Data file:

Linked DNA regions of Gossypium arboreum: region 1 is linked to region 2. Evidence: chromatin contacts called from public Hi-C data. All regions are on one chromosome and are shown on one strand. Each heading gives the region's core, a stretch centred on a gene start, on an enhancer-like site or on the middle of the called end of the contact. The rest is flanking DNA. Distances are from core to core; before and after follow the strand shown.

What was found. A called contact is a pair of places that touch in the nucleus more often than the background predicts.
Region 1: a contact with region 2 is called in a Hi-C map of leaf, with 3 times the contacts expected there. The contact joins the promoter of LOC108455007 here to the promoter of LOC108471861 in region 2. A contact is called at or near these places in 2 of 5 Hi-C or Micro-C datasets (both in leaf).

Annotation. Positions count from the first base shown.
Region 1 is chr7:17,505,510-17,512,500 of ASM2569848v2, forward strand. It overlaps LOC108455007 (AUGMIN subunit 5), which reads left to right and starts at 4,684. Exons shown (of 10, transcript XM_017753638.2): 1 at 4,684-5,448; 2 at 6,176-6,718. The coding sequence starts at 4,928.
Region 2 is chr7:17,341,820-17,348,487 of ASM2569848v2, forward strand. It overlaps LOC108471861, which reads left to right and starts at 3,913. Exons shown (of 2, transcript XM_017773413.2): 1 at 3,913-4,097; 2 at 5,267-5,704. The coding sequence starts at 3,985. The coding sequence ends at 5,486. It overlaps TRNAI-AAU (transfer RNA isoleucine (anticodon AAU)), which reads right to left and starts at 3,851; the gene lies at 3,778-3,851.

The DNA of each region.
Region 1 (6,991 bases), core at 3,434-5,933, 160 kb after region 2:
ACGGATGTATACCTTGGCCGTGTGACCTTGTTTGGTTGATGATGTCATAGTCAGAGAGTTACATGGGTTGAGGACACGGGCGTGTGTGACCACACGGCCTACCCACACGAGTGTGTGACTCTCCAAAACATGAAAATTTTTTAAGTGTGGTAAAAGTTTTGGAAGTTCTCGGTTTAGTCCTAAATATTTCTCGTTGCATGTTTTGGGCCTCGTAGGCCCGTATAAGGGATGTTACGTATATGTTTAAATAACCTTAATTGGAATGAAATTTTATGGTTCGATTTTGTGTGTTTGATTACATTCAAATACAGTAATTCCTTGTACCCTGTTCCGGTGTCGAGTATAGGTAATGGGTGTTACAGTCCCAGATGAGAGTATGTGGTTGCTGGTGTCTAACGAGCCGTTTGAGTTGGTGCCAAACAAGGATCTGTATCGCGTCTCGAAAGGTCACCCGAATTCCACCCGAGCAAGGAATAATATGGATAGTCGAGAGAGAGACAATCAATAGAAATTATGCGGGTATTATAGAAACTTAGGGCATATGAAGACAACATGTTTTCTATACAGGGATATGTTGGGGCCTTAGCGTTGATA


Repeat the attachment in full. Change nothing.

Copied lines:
Linked DNA regions of Gossypium arboreum: region 1 is linked to region 2. Evidence: chromatin contacts called from public Hi-C data. All regions are on one chromosome and are shown on one strand. Each heading gives the region's core, a stretch centred on a gene start, on an enhancer-like site or on the middle of the called end of the contact. The rest is flanking DNA. Distances are from core to core; before and after follow the strand shown.

What was found. A called contact is a pair of places that touch in the nucleus more often than the background predicts.
Region 1: a contact with region 2 is called in a Hi-C map of leaf, with 3 times the contacts expected there. The contact joins the promoter of LOC108455007 here to the promoter of LOC108471861 in region 2. A contact is called at or near these places in 2 of 5 Hi-C or Micro-C datasets (both in leaf).

Annotation. Positions count from the first base shown.
Region 1 is chr7:17,505,510-17,512,500 of ASM2569848v2, forward strand. It overlaps LOC108455007 (AUGMIN subunit 5), which reads left to right and starts at 4,684. Exons shown (of 10, transcript XM_017753638.2): 1 at 4,684-5,448; 2 at 6,176-6,718. The coding sequence starts at 4,928.
Region 2 is chr7:17,341,820-17,348,487 of ASM2569848v2, forward strand. It overlaps LOC108471861, which reads left to right and starts at 3,913. Exons shown (of 2, transcript XM_017773413.2): 1 at 3,913-4,097; 2 at 5,267-5,704. The coding sequence starts at 3,985. The coding sequence ends at 5,486. It overlaps TRNAI-AAU (transfer RNA isoleucine (anticodon AAU)), which reads right to left and starts at 3,851; the gene lies at 3,778-3,851.

The DNA of each region.
Region 1 (6,991 bases), core at 3,434-5,933, 160 kb after region 2:
ACGGATGTATACCTTGGCCGTGTGACCTTGTTTGGTTGATGATGTCATAGTCAGAGAGTTACATGGGTTGAGGACACGGGCGTGTGTGACCACACGGCCTACCCACACGAGTGTGTGACTCTCCAAAACATGAAAATTTTTTAAGTGTGGTAAAAGTTTTGGAAGTTCTCGGTTTAGTCCTAAATATTTCTCGTTGCATGTTTTGGGCCTCGTAGGCCCGTATAAGGGATGTTACGTATATGTTTAAATAACCTTAATTGGAATGAAATTTTATGGTTCGATTTTGTGTGTTTGATTACATTCAAATACAGTAATTCCTTGTACCCTGTTCCGGTGTCGAGTATAGGTAATGGGTGTTACAGTCCCAGATGAGAGTATGTGGTTGCTGGTGTCTAACGAGCCGTTTGAGTTGGTGCCAAACAAGGATCTGTATCGCGTCTCGAAAGGTCACCCGAATTCCACCCGAGCAAGGAATAATATGGATAGTCGAGAGAGAGACAATCAATAGAAATTATGCGGGTATTATAGAAACTTAGGGCATATGAAGACAACATGTTTTCTATACAGGGATATGTTGGGGCCTTAGCGTTGATA